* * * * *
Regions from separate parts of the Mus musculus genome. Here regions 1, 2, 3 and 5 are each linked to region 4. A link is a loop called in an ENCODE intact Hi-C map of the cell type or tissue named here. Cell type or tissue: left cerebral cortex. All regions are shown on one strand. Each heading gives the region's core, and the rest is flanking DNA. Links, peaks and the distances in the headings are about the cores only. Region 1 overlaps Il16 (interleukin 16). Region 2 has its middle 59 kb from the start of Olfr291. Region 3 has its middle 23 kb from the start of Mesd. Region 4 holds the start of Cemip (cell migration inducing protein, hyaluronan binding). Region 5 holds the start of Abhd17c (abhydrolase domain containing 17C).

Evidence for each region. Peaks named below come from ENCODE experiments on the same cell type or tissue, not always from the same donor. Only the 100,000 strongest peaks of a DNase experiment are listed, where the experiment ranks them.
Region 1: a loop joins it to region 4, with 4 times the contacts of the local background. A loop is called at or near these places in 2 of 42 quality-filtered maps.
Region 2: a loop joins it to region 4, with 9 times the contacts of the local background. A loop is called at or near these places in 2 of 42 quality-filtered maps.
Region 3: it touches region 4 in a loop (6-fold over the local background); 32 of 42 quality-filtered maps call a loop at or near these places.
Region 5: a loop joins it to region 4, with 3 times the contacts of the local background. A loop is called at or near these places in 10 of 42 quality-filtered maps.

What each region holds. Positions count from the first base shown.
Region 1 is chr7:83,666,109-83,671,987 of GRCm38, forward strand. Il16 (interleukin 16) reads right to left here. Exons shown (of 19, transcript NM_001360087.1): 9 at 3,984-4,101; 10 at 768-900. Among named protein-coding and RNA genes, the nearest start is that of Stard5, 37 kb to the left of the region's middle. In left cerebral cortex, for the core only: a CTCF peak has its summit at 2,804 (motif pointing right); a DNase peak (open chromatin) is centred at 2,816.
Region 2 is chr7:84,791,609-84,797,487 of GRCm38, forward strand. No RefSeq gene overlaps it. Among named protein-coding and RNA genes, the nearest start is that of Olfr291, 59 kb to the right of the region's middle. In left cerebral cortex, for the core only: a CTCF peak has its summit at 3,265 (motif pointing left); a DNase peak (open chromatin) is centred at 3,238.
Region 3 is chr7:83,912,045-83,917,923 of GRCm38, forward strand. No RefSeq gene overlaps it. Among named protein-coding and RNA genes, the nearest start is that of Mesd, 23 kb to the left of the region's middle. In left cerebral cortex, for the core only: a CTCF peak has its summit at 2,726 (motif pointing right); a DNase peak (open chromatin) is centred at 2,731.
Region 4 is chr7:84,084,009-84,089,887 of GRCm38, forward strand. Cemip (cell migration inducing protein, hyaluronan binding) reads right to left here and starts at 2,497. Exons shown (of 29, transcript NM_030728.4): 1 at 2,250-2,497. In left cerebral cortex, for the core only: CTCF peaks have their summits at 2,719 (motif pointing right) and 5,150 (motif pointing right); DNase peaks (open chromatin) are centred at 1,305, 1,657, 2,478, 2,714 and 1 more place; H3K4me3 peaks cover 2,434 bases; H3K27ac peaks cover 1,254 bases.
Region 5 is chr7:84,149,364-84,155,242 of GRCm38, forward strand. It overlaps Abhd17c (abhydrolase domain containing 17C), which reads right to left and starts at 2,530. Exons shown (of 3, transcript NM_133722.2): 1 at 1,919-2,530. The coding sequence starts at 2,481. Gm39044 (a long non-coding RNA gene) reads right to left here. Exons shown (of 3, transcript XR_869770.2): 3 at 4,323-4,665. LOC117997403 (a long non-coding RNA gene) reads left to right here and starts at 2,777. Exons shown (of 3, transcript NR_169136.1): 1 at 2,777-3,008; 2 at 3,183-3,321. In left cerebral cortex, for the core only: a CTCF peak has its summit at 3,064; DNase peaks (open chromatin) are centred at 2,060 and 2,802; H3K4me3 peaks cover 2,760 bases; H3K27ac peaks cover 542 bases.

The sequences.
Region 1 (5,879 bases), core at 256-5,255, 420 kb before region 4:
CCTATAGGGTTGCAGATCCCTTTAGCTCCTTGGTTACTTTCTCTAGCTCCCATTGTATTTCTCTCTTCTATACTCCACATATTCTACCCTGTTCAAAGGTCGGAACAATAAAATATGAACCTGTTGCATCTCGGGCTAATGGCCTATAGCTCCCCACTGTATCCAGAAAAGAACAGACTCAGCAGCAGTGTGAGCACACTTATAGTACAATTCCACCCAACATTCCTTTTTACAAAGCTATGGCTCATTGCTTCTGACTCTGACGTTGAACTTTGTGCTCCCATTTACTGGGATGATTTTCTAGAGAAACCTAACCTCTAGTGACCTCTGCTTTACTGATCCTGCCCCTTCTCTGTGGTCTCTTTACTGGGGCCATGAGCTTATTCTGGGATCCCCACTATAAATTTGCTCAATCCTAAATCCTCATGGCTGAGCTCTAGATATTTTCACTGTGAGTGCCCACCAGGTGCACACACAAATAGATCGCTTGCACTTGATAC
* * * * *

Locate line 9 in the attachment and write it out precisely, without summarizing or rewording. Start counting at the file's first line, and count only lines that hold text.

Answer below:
Region 2 is chr7:84,791,609-84,797,487 of GRCm38, forward strand. No RefSeq gene overlaps it. Among named protein-coding and RNA genes, the nearest start is that of Olfr291, 59 kb to the right of the region's middle. In left cerebral cortex, for the core only: a CTCF peak has its summit at 3,265 (motif pointing left); a DNase peak (open chromatin) is centred at 3,238.